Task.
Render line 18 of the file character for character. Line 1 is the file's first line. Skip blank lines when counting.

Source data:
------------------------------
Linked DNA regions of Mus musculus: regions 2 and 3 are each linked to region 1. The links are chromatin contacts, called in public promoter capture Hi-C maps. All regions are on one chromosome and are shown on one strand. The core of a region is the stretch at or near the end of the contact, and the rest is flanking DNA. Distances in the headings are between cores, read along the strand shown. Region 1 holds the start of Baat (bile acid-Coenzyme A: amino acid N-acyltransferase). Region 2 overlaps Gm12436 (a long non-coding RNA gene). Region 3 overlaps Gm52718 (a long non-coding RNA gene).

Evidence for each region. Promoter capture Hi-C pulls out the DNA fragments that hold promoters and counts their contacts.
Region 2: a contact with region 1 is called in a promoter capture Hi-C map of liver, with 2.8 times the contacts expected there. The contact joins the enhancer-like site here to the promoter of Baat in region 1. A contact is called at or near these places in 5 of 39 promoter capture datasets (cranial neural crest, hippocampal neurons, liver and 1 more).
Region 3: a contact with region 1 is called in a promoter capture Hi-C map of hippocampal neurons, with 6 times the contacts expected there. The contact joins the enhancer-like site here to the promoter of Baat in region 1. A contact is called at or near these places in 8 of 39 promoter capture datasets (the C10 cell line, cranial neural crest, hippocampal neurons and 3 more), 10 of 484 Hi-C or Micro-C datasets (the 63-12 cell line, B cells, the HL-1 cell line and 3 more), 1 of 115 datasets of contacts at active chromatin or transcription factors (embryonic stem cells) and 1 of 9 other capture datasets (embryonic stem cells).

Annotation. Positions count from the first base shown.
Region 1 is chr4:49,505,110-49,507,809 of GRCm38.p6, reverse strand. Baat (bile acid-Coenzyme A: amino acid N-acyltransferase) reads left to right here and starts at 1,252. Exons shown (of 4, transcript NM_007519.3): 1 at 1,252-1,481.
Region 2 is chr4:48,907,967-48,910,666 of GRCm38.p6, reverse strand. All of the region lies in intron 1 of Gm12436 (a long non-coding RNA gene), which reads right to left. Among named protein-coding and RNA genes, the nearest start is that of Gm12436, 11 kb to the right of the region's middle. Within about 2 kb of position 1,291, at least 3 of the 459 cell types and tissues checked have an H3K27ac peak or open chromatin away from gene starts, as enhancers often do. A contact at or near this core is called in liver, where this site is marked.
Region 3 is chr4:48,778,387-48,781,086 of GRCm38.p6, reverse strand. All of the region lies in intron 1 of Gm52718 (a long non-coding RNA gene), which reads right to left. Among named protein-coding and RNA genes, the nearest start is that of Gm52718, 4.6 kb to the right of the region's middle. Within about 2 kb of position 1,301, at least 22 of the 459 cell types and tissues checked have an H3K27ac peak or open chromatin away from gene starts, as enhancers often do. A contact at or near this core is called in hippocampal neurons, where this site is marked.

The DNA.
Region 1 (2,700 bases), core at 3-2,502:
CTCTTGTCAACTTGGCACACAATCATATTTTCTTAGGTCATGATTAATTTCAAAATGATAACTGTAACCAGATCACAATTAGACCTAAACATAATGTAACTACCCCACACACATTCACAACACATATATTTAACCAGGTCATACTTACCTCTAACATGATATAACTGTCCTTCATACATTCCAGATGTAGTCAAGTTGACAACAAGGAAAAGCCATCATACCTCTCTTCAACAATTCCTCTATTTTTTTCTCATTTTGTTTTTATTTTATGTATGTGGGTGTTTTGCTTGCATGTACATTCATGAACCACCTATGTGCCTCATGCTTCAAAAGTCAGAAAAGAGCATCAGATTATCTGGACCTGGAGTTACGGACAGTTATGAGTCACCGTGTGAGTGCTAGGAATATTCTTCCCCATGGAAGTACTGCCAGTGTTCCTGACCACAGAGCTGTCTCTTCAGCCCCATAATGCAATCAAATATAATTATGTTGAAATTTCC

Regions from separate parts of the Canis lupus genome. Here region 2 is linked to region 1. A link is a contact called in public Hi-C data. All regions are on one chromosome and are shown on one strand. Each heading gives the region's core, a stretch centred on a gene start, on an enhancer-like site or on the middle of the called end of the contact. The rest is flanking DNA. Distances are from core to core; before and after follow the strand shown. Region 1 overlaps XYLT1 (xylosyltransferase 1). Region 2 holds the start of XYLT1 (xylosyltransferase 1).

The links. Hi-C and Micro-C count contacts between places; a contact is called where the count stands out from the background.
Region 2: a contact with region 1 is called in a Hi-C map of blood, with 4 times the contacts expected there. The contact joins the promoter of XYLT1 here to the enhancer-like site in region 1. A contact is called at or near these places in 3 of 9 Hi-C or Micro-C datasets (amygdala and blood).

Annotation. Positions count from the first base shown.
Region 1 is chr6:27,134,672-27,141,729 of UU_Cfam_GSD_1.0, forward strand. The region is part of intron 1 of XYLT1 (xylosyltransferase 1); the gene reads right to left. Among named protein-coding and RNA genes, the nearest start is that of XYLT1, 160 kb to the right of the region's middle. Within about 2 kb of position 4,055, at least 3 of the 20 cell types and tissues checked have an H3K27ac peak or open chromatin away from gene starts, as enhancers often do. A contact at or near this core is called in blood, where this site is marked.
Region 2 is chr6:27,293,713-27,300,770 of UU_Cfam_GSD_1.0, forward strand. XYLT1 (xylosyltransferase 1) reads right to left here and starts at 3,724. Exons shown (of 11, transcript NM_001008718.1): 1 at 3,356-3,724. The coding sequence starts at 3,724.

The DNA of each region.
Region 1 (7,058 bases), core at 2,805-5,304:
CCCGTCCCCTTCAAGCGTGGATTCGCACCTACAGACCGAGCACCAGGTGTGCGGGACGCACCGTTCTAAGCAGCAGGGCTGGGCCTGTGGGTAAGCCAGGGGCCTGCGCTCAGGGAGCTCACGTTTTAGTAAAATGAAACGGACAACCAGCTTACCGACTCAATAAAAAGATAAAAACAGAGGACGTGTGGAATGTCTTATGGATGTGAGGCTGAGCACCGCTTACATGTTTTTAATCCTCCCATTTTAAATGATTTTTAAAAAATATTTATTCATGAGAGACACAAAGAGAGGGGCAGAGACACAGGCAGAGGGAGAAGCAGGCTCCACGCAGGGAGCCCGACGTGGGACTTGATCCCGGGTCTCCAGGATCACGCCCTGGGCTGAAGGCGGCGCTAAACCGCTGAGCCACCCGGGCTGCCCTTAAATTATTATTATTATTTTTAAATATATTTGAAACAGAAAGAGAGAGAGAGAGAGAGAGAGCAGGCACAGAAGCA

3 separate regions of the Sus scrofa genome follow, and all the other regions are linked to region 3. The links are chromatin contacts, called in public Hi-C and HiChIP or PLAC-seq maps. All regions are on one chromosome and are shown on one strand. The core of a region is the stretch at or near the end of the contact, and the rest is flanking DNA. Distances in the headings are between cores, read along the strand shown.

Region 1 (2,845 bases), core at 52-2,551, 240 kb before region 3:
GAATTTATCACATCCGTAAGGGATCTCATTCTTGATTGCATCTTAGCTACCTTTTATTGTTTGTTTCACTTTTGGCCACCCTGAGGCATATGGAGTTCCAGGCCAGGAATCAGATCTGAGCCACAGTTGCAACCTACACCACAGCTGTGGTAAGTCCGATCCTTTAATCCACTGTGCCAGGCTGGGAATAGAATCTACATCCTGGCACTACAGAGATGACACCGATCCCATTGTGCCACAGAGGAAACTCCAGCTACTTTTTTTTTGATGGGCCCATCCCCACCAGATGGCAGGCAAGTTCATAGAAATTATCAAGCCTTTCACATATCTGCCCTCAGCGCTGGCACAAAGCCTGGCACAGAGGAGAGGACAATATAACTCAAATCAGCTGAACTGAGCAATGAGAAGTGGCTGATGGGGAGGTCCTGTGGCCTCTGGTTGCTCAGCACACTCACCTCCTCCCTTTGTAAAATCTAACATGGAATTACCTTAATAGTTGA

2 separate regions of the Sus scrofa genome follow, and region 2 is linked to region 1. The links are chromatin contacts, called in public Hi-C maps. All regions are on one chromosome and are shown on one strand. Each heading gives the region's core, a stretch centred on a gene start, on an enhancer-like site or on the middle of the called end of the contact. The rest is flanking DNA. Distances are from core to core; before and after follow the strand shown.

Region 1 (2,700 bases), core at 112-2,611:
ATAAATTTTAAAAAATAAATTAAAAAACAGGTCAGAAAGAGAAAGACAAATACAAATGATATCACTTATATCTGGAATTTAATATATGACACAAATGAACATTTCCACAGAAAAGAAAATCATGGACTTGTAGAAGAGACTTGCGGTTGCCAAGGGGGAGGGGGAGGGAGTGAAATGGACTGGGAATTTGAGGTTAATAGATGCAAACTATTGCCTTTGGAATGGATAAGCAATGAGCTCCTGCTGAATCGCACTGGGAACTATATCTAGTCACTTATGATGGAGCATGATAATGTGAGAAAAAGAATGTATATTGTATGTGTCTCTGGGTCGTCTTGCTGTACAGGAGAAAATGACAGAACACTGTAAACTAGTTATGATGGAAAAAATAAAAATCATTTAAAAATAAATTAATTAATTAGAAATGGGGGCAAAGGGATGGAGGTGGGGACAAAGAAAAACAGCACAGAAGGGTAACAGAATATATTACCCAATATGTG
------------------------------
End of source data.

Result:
The DNA of each region.